Now that the dust is beginning to settle over the Ugandan elections, where incumbent President Yoweri Museveni won a disputed fresh mandate, it is a time for the Zimbabwean opposition to reflect on what they could have learnt from the East African country.
A very obvious similarity is that the main opposition leader, Kizza Besigye, has lost several times to Museveni, with each episode being more contentious than the previous one and this mirrors the life story of MDC-T leader Morgan Tsvangirai and his quest to seize power from President Robert Mugabe.
Another salient point is that like Tsvangirai, Besigye urged his followers to boycott elections, until there were electoral reforms, something that has not happened in either Zimbabwe or Uganda.
A question that has been asked of Tsvangirai is that after boycotting elections, what next? And his party always claims there is a Plan B, but so far this is yet to materialise.
MDC-T and other opposition parties have been boycotting elections in the forlorn hope that this will embarrass Zanu PF, who will lack legitimacy and then be forced into reforming, but as with Uganda, it does not seem the ruling party has such a conscience and will continue winning by-elections whether the opposition contests or not.
With just over two years to the elections, Tsvangirai and the rest of the opposition should evaluate the efficacy of their poll boycott strategy and if it is not working, then they should be in a position to change and adopt something that works.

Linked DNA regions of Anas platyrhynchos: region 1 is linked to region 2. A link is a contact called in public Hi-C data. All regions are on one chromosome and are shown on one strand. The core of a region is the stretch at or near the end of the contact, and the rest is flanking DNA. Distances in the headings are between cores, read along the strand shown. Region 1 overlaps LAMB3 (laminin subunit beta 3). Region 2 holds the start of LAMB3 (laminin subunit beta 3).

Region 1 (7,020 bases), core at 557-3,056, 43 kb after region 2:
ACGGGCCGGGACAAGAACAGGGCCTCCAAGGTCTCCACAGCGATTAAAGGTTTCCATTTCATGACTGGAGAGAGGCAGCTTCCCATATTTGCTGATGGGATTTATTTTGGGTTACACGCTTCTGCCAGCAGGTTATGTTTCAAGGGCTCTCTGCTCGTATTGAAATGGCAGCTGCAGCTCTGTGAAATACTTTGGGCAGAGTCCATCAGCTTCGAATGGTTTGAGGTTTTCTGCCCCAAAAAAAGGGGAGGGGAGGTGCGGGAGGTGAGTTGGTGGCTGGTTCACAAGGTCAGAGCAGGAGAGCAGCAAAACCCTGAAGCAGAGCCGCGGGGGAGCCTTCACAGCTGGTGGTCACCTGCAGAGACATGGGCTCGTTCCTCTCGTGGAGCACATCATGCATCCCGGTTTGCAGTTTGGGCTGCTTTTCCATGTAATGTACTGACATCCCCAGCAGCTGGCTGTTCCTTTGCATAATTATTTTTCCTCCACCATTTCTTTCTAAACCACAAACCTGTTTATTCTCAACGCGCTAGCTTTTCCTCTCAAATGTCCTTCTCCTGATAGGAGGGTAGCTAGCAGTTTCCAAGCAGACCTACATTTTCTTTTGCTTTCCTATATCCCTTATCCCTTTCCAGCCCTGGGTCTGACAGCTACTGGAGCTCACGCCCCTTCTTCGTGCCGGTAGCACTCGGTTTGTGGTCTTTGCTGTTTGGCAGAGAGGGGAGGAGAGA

To the layman, the poll boycott strategy has so far not worked and unless the opposition parties tell us they have an ace up their sleeves, we can foresee more disputes in the next election, which Zanu PF will swat away as they have always done.
In Uganda, Besigye and Amama Mbabazi, a former Prime Minister, agonised for a while over the formation of a coalition ahead of the elections and in the end they did not.
Mbabazi’s story has striking similarities with axed Vice-President Joice Mujuru, as they both fell out with their leaders over seemingly innocuous differences with the respective First Families of their countries.
Both Mbabazi and Mujuru are seen as people with connections to the establishment and with some form of gravitas.
Just as Mujuru has hinted at a possible coalition, the opposition should make hay while the sun shines as this opportunity may soon be lost to them.
Zimbabwe’s opposition politics has for long been chracterised by obstinacy and egomania, but if they are serious about future elections, then they should put away their egos and work to consolidate their parties.
The Ugandan election provides interesting lessons for Zimbabwean politicians. If they fail to learn from this, they shall be victims of their own ignorance and maybe rendered irrelevant.